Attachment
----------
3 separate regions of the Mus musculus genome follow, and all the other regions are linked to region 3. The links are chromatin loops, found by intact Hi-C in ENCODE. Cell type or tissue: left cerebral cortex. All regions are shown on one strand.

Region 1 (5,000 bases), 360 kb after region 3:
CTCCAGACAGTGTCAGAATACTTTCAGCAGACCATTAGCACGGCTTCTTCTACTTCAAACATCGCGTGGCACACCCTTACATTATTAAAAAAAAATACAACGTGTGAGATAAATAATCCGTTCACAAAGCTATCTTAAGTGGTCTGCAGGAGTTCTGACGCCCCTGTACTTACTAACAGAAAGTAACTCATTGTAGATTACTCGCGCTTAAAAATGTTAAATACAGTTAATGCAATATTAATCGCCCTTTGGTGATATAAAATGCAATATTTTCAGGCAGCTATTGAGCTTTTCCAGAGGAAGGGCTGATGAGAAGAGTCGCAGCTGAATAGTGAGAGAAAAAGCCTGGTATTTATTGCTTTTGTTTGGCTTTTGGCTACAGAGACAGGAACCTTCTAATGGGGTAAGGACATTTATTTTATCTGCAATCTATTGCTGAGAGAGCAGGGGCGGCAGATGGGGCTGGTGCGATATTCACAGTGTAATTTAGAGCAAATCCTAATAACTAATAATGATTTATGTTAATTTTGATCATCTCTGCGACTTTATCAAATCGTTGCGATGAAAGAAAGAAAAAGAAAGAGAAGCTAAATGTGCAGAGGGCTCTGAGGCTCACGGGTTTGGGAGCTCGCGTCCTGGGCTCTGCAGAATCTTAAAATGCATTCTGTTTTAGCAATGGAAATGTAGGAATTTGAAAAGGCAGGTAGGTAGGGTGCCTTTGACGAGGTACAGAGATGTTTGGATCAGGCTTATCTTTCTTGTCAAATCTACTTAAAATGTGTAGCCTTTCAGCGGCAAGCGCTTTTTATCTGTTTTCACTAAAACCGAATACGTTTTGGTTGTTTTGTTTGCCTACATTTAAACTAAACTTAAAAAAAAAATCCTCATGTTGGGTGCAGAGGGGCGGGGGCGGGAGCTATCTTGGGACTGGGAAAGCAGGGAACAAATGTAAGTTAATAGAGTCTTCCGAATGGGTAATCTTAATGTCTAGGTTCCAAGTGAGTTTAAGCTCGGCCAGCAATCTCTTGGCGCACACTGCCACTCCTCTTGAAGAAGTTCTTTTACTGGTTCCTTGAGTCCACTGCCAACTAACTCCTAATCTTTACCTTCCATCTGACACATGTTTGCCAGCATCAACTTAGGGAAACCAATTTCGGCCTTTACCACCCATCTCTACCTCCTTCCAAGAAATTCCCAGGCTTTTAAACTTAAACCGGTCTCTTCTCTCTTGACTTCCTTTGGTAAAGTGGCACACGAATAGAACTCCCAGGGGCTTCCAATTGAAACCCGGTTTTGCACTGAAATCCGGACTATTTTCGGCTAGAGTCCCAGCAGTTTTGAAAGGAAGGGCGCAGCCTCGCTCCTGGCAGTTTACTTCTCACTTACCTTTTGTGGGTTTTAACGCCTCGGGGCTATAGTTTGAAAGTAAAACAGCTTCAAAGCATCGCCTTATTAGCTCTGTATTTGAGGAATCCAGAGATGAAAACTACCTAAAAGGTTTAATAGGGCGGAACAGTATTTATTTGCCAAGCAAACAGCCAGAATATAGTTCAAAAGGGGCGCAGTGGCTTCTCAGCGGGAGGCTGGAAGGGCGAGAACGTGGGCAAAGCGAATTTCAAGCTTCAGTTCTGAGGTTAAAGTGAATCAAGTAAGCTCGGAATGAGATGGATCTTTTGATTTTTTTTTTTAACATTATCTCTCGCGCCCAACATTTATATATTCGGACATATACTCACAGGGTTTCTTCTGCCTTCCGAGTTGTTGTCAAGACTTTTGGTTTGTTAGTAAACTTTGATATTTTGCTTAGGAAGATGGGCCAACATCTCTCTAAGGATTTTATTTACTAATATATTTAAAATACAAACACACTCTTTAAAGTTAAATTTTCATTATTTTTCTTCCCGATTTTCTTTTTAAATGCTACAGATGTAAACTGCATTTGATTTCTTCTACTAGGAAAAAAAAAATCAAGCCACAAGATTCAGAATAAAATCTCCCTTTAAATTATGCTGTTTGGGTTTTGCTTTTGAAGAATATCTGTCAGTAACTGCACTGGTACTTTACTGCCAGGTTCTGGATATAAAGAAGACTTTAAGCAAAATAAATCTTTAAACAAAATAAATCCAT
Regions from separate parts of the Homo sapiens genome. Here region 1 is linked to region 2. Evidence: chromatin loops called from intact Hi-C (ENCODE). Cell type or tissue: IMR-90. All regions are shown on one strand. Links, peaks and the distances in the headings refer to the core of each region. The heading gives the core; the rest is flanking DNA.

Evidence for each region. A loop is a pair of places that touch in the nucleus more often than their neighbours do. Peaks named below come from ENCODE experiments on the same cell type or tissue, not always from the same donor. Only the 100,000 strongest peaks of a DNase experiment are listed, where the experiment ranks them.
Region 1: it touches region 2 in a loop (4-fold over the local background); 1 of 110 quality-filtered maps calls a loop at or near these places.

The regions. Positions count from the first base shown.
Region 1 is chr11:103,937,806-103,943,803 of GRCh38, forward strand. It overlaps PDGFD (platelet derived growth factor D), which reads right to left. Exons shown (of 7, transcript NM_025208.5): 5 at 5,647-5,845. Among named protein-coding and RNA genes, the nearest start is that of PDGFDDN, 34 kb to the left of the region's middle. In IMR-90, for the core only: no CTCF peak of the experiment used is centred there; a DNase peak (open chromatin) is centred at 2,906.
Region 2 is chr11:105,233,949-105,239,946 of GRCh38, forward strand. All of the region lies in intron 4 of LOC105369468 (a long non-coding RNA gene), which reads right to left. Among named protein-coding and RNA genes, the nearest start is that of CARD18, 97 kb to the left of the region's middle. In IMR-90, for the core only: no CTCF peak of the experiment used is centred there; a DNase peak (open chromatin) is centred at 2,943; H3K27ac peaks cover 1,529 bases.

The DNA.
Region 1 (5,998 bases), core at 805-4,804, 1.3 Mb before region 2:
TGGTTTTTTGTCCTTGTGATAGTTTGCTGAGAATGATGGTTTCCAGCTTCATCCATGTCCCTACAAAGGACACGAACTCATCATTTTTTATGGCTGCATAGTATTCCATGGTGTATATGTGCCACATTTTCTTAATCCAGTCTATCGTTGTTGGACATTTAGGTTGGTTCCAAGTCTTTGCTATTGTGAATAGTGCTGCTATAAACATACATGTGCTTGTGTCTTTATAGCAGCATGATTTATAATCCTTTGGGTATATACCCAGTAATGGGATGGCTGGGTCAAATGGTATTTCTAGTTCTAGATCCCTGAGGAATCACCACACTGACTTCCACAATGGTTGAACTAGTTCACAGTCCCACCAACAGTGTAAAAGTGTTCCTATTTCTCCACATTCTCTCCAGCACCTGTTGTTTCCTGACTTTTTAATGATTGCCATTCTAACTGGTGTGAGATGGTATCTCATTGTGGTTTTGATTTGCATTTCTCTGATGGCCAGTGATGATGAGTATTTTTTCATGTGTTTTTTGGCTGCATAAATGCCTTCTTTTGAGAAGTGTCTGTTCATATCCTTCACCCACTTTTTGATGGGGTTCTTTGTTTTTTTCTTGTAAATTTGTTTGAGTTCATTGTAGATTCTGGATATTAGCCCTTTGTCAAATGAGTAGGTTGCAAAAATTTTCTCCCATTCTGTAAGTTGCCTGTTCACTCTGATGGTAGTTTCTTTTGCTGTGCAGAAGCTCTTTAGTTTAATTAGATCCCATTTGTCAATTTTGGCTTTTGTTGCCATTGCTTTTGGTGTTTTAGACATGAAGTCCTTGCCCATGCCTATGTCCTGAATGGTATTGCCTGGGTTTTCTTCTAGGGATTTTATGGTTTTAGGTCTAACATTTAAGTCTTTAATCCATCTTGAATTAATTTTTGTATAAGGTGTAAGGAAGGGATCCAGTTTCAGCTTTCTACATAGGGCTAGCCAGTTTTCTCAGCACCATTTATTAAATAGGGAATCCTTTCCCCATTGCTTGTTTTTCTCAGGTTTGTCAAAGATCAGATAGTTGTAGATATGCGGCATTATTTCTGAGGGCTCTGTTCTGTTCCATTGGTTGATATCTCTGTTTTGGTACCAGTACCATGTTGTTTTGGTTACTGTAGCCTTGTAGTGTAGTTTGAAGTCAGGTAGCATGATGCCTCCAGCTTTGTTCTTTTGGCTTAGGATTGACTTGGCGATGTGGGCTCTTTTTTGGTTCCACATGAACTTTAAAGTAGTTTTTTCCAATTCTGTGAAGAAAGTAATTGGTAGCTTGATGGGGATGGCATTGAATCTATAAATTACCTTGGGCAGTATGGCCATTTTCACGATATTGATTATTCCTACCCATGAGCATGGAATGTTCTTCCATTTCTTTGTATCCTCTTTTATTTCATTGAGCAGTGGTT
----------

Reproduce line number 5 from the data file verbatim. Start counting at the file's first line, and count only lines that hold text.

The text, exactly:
Evidence for each region. A loop is a pair of places that touch in the nucleus more often than their neighbours do. Peaks named below come from ENCODE experiments on the same cell type or tissue, not always from the same donor. Only the 100,000 strongest peaks of a DNase experiment are listed, where the experiment ranks them.